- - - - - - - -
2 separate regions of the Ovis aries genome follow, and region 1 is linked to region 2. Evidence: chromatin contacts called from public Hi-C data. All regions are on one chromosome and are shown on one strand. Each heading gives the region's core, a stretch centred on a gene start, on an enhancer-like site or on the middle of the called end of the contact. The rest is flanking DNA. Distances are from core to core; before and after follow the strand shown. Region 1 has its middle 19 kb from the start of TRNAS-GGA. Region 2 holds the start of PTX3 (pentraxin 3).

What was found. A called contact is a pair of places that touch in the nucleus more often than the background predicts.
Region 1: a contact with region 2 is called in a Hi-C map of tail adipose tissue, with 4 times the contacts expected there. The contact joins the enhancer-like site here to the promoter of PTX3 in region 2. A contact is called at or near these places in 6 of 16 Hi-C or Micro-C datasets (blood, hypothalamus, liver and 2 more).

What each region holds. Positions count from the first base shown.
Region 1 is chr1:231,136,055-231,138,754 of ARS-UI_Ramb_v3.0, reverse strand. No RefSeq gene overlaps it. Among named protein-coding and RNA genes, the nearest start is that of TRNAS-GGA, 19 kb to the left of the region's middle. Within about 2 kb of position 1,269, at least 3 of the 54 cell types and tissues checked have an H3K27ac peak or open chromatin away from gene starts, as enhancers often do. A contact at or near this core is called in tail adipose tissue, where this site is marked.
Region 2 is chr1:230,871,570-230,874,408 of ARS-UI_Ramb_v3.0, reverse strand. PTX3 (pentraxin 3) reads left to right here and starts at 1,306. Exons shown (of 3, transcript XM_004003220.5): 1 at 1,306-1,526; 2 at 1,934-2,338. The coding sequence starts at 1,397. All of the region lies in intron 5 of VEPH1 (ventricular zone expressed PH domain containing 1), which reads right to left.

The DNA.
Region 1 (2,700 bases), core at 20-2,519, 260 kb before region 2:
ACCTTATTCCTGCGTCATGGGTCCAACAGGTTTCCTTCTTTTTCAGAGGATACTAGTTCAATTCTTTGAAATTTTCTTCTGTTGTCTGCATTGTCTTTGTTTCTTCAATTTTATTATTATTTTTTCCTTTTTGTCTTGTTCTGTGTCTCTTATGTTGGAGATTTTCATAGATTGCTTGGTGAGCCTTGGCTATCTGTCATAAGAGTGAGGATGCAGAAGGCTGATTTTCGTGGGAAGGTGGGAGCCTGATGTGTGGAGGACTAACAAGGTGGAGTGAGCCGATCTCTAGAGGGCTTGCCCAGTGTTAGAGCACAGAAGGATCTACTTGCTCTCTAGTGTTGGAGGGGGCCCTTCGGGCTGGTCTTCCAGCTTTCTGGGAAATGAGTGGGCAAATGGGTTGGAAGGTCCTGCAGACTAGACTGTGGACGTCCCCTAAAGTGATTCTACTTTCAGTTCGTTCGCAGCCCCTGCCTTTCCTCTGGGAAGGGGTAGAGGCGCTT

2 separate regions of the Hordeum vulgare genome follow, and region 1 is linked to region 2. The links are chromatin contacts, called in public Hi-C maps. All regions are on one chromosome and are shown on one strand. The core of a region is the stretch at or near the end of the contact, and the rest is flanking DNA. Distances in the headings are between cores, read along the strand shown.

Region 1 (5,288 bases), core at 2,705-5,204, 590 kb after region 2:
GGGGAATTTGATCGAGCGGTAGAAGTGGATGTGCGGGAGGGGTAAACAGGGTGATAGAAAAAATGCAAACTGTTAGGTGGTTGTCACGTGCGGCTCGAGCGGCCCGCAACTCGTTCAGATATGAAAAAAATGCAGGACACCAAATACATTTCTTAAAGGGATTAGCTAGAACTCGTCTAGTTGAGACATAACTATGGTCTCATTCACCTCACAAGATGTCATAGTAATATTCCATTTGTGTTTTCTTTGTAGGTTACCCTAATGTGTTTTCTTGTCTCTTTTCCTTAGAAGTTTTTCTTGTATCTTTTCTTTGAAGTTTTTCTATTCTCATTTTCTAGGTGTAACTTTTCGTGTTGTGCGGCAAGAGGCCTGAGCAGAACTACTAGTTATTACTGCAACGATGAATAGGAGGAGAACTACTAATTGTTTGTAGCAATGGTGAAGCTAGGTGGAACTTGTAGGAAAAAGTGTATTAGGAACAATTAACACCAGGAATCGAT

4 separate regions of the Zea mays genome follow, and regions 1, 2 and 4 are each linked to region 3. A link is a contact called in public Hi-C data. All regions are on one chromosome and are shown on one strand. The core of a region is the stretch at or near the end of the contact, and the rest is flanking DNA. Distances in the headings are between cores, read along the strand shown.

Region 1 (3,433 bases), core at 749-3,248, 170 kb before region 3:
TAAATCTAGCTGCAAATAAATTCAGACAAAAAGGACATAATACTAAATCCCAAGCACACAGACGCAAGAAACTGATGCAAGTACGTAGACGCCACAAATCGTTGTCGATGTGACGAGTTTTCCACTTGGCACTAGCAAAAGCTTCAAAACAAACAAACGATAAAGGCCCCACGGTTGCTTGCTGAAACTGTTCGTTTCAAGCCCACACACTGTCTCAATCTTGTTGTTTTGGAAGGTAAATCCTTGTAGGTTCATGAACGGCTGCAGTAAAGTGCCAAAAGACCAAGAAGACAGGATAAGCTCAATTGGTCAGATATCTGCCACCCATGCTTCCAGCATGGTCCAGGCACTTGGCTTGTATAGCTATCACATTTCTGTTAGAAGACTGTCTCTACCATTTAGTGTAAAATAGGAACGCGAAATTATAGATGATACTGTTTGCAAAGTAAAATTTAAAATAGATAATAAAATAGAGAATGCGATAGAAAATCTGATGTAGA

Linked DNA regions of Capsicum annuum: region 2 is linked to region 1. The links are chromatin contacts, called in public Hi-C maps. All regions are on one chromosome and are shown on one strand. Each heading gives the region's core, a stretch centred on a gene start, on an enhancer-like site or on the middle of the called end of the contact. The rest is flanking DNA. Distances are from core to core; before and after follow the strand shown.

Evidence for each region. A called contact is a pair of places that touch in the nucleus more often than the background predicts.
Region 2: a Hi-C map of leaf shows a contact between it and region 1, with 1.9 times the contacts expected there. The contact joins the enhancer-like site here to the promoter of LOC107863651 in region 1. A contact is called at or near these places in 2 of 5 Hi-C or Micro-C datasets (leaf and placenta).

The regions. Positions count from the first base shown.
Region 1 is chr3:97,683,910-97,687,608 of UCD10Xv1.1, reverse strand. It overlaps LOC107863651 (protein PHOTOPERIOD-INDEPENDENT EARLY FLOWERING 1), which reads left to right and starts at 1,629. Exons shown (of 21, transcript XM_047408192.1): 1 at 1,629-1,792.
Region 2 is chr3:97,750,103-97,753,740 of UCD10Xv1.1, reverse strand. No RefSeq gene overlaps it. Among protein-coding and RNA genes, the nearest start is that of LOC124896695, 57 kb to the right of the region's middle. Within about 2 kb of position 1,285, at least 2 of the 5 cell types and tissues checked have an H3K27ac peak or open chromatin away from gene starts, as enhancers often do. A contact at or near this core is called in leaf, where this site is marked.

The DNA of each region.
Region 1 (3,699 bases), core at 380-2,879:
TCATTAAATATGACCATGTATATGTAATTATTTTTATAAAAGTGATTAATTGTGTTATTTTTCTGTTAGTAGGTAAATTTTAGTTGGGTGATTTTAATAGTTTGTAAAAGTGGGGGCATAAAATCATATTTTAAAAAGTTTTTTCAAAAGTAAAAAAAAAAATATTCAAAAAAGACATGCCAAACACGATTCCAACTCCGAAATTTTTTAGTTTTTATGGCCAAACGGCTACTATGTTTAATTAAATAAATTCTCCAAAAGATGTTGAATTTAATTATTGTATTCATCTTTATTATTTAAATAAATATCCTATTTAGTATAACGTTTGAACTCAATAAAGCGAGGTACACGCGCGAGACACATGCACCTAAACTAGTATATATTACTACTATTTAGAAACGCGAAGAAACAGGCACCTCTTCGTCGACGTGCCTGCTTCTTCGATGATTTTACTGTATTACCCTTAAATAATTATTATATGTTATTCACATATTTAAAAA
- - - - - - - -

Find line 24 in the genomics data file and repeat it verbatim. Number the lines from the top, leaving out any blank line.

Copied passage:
TCATTAAATATGACCATGTATATGTAATTATTTTTATAAAAGTGATTAATTGTGTTATTTTTCTGTTAGTAGGTAAATTTTAGTTGGGTGATTTTAATAGTTTGTAAAAGTGGGGGCATAAAATCATATTTTAAAAAGTTTTTTCAAAAGTAAAAAAAAAAATATTCAAAAAAGACATGCCAAACACGATTCCAACTCCGAAATTTTTTAGTTTTTATGGCCAAACGGCTACTATGTTTAATTAAATAAATTCTCCAAAAGATGTTGAATTTAATTATTGTATTCATCTTTATTATTTAAATAAATATCCTATTTAGTATAACGTTTGAACTCAATAAAGCGAGGTACACGCGCGAGACACATGCACCTAAACTAGTATATATTACTACTATTTAGAAACGCGAAGAAACAGGCACCTCTTCGTCGACGTGCCTGCTTCTTCGATGATTTTACTGTATTACCCTTAAATAATTATTATATGTTATTCACATATTTAAAAA